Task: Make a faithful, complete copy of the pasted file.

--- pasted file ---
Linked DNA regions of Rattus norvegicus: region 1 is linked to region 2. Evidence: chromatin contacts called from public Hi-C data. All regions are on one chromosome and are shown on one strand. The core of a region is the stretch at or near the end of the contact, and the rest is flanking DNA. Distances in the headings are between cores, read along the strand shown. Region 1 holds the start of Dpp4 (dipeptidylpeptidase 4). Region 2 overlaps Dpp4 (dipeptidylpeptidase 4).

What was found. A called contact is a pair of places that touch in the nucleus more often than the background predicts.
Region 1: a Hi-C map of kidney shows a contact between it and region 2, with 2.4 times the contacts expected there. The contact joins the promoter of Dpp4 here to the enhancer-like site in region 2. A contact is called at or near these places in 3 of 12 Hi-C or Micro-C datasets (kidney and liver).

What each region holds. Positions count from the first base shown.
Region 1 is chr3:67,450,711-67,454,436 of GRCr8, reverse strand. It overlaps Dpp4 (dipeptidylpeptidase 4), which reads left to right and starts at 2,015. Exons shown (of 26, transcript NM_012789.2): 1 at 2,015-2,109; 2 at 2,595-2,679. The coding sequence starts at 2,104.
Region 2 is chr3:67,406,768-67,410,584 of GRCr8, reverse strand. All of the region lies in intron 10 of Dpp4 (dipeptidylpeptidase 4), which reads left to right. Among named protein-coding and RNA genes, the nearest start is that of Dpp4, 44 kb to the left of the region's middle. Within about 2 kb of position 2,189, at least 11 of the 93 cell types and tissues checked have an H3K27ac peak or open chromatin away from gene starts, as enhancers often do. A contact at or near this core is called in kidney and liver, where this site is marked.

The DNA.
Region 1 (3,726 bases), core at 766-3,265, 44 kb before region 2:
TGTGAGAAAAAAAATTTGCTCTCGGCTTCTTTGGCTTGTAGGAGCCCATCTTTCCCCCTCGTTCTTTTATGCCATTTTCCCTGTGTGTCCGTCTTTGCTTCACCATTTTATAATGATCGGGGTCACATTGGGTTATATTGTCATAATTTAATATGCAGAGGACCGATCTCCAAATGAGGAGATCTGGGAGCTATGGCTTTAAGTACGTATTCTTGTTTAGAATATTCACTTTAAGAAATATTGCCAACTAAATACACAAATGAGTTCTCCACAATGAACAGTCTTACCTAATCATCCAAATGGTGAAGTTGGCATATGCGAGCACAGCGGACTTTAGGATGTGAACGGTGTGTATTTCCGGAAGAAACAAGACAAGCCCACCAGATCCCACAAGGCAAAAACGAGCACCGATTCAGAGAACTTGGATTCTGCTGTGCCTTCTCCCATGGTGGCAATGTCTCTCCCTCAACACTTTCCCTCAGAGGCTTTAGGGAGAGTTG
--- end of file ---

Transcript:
Linked DNA regions of Rattus norvegicus: region 1 is linked to region 2. Evidence: chromatin contacts called from public Hi-C data. All regions are on one chromosome and are shown on one strand. The core of a region is the stretch at or near the end of the contact, and the rest is flanking DNA. Distances in the headings are between cores, read along the strand shown. Region 1 holds the start of Dpp4 (dipeptidylpeptidase 4). Region 2 overlaps Dpp4 (dipeptidylpeptidase 4).

What was found. A called contact is a pair of places that touch in the nucleus more often than the background predicts.
Region 1: a Hi-C map of kidney shows a contact between it and region 2, with 2.4 times the contacts expected there. The contact joins the promoter of Dpp4 here to the enhancer-like site in region 2. A contact is called at or near these places in 3 of 12 Hi-C or Micro-C datasets (kidney and liver).

What each region holds. Positions count from the first base shown.
Region 1 is chr3:67,450,711-67,454,436 of GRCr8, reverse strand. It overlaps Dpp4 (dipeptidylpeptidase 4), which reads left to right and starts at 2,015. Exons shown (of 26, transcript NM_012789.2): 1 at 2,015-2,109; 2 at 2,595-2,679. The coding sequence starts at 2,104.
Region 2 is chr3:67,406,768-67,410,584 of GRCr8, reverse strand. All of the region lies in intron 10 of Dpp4 (dipeptidylpeptidase 4), which reads left to right. Among named protein-coding and RNA genes, the nearest start is that of Dpp4, 44 kb to the left of the region's middle. Within about 2 kb of position 2,189, at least 11 of the 93 cell types and tissues checked have an H3K27ac peak or open chromatin away from gene starts, as enhancers often do. A contact at or near this core is called in kidney and liver, where this site is marked.

The DNA.
Region 1 (3,726 bases), core at 766-3,265, 44 kb before region 2:
TGTGAGAAAAAAAATTTGCTCTCGGCTTCTTTGGCTTGTAGGAGCCCATCTTTCCCCCTCGTTCTTTTATGCCATTTTCCCTGTGTGTCCGTCTTTGCTTCACCATTTTATAATGATCGGGGTCACATTGGGTTATATTGTCATAATTTAATATGCAGAGGACCGATCTCCAAATGAGGAGATCTGGGAGCTATGGCTTTAAGTACGTATTCTTGTTTAGAATATTCACTTTAAGAAATATTGCCAACTAAATACACAAATGAGTTCTCCACAATGAACAGTCTTACCTAATCATCCAAATGGTGAAGTTGGCATATGCGAGCACAGCGGACTTTAGGATGTGAACGGTGTGTATTTCCGGAAGAAACAAGACAAGCCCACCAGATCCCACAAGGCAAAAACGAGCACCGATTCAGAGAACTTGGATTCTGCTGTGCCTTCTCCCATGGTGGCAATGTCTCTCCCTCAACACTTTCCCTCAGAGGCTTTAGGGAGAGTTG